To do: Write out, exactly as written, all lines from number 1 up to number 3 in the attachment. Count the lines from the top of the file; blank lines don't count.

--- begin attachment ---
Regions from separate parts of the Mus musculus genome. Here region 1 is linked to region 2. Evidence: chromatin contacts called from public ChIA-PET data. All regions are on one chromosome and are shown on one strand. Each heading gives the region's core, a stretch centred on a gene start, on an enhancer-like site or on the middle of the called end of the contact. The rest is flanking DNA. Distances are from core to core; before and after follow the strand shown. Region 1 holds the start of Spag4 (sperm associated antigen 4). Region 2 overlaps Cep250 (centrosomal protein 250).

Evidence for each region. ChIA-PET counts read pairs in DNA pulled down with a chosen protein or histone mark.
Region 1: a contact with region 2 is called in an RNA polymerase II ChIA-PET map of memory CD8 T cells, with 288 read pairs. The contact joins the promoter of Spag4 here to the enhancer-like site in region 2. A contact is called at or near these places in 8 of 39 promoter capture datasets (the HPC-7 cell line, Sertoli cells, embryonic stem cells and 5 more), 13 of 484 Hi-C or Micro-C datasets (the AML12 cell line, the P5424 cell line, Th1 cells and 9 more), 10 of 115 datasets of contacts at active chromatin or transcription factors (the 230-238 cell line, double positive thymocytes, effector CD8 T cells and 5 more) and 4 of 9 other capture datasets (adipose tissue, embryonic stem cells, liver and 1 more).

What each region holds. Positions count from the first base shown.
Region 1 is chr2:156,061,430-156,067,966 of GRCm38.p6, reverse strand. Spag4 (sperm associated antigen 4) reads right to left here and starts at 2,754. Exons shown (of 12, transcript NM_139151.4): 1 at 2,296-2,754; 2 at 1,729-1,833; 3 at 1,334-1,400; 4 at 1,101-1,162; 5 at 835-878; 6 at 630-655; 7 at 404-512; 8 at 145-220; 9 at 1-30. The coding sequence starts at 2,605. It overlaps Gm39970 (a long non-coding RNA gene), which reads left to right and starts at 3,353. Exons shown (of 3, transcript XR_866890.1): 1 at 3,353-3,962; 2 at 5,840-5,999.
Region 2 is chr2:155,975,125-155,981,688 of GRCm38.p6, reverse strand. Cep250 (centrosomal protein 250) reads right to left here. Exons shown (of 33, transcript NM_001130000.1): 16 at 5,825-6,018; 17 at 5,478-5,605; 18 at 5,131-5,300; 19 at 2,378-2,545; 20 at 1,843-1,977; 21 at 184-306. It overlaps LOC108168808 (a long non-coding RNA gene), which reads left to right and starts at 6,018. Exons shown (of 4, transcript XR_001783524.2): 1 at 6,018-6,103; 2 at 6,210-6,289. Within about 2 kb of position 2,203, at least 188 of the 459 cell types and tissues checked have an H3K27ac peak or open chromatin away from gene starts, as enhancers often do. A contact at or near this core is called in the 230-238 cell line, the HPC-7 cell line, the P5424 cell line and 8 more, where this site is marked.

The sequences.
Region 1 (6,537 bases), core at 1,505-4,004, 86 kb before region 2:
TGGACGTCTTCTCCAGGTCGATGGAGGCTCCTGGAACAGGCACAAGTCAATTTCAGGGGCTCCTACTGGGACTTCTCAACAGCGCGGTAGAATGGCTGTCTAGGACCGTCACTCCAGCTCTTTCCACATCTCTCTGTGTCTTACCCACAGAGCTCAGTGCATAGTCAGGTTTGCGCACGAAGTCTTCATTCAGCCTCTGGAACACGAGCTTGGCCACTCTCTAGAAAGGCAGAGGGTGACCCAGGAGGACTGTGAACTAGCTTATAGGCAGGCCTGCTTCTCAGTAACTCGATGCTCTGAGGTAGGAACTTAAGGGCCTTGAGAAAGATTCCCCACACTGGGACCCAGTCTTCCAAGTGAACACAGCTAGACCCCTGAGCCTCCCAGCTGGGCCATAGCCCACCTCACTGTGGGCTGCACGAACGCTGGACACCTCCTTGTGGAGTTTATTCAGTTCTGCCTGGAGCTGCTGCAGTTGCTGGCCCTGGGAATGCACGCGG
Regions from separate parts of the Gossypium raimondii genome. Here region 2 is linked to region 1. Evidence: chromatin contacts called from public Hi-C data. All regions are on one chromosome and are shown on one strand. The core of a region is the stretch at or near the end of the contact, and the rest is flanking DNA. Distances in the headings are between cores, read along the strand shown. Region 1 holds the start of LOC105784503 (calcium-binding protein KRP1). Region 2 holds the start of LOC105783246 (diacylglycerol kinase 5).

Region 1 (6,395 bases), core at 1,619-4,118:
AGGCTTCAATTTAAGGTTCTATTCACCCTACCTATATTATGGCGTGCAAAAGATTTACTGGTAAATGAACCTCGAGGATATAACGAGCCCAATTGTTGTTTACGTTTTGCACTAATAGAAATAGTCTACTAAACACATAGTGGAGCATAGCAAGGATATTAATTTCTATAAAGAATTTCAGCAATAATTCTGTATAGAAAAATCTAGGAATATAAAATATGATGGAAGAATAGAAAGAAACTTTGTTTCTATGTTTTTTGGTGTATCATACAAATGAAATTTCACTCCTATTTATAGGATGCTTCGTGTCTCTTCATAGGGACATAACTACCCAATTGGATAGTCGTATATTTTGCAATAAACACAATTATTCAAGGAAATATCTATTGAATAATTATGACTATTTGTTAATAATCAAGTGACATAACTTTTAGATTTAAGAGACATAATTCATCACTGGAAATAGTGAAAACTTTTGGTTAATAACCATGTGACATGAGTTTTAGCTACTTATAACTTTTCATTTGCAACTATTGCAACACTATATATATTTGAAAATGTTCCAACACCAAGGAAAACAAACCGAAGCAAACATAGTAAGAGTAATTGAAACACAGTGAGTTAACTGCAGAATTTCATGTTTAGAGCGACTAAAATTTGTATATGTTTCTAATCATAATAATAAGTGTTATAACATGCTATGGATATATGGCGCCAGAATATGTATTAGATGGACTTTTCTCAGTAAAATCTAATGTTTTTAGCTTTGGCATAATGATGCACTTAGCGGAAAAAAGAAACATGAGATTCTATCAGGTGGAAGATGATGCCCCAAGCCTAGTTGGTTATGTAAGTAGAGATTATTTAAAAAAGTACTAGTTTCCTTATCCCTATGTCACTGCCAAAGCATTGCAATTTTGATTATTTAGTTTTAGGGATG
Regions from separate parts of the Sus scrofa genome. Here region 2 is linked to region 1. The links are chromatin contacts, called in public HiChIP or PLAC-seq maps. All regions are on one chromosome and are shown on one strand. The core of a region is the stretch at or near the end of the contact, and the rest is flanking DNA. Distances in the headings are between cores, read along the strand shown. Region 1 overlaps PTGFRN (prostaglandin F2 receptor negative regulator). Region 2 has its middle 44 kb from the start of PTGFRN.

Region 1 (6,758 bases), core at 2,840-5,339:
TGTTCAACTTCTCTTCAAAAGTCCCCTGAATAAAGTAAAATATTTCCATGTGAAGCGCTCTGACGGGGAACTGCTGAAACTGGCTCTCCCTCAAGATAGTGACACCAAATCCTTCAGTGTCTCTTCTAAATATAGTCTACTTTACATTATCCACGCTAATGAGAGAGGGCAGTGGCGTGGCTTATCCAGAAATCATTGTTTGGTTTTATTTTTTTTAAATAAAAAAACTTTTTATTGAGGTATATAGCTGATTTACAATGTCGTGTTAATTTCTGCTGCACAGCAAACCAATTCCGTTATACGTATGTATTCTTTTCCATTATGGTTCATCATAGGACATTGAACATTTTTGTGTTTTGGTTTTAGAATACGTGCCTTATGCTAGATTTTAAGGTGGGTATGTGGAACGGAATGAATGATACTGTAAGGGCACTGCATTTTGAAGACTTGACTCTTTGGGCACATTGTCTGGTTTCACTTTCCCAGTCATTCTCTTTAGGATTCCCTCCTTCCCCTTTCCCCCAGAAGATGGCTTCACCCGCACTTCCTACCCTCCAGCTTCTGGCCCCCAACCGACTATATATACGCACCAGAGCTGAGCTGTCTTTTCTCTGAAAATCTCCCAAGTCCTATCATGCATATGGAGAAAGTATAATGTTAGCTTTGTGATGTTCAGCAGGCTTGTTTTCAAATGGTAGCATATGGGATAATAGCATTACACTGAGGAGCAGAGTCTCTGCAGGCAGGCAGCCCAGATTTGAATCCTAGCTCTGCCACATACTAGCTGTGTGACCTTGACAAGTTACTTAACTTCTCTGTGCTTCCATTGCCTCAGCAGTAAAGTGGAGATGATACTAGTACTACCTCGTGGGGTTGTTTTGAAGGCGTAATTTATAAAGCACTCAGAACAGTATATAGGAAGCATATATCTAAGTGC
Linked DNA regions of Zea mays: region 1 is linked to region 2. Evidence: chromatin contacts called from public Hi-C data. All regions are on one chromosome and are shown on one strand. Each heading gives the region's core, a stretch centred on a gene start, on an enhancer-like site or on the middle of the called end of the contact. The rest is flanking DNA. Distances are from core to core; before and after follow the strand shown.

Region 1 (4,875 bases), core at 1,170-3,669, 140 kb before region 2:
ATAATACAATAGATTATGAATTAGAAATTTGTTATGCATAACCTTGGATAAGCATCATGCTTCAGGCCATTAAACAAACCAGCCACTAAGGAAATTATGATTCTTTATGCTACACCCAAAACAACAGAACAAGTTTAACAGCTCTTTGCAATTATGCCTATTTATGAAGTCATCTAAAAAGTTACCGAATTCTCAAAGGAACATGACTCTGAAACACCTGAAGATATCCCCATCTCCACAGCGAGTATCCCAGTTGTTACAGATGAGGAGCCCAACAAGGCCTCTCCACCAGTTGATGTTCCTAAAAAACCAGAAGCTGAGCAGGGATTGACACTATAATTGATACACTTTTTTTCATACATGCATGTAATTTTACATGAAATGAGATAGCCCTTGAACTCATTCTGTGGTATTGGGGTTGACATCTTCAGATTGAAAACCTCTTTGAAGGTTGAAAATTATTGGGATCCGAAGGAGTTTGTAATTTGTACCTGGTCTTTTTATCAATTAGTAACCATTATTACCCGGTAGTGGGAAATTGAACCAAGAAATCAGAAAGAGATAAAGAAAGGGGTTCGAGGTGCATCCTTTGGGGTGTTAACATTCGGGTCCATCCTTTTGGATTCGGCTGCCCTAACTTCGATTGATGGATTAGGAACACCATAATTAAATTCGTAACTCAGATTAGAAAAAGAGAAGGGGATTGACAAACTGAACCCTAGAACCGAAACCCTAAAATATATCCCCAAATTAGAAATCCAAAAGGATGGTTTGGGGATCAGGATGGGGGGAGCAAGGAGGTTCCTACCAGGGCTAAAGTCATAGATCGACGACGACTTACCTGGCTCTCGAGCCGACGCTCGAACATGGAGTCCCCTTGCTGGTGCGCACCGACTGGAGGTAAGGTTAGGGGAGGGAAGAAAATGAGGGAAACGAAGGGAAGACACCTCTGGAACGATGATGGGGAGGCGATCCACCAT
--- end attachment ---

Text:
Regions from separate parts of the Mus musculus genome. Here region 1 is linked to region 2. Evidence: chromatin contacts called from public ChIA-PET data. All regions are on one chromosome and are shown on one strand. Each heading gives the region's core, a stretch centred on a gene start, on an enhancer-like site or on the middle of the called end of the contact. The rest is flanking DNA. Distances are from core to core; before and after follow the strand shown. Region 1 holds the start of Spag4 (sperm associated antigen 4). Region 2 overlaps Cep250 (centrosomal protein 250).

Evidence for each region. ChIA-PET counts read pairs in DNA pulled down with a chosen protein or histone mark.
Region 1: a contact with region 2 is called in an RNA polymerase II ChIA-PET map of memory CD8 T cells, with 288 read pairs. The contact joins the promoter of Spag4 here to the enhancer-like site in region 2. A contact is called at or near these places in 8 of 39 promoter capture datasets (the HPC-7 cell line, Sertoli cells, embryonic stem cells and 5 more), 13 of 484 Hi-C or Micro-C datasets (the AML12 cell line, the P5424 cell line, Th1 cells and 9 more), 10 of 115 datasets of contacts at active chromatin or transcription factors (the 230-238 cell line, double positive thymocytes, effector CD8 T cells and 5 more) and 4 of 9 other capture datasets (adipose tissue, embryonic stem cells, liver and 1 more).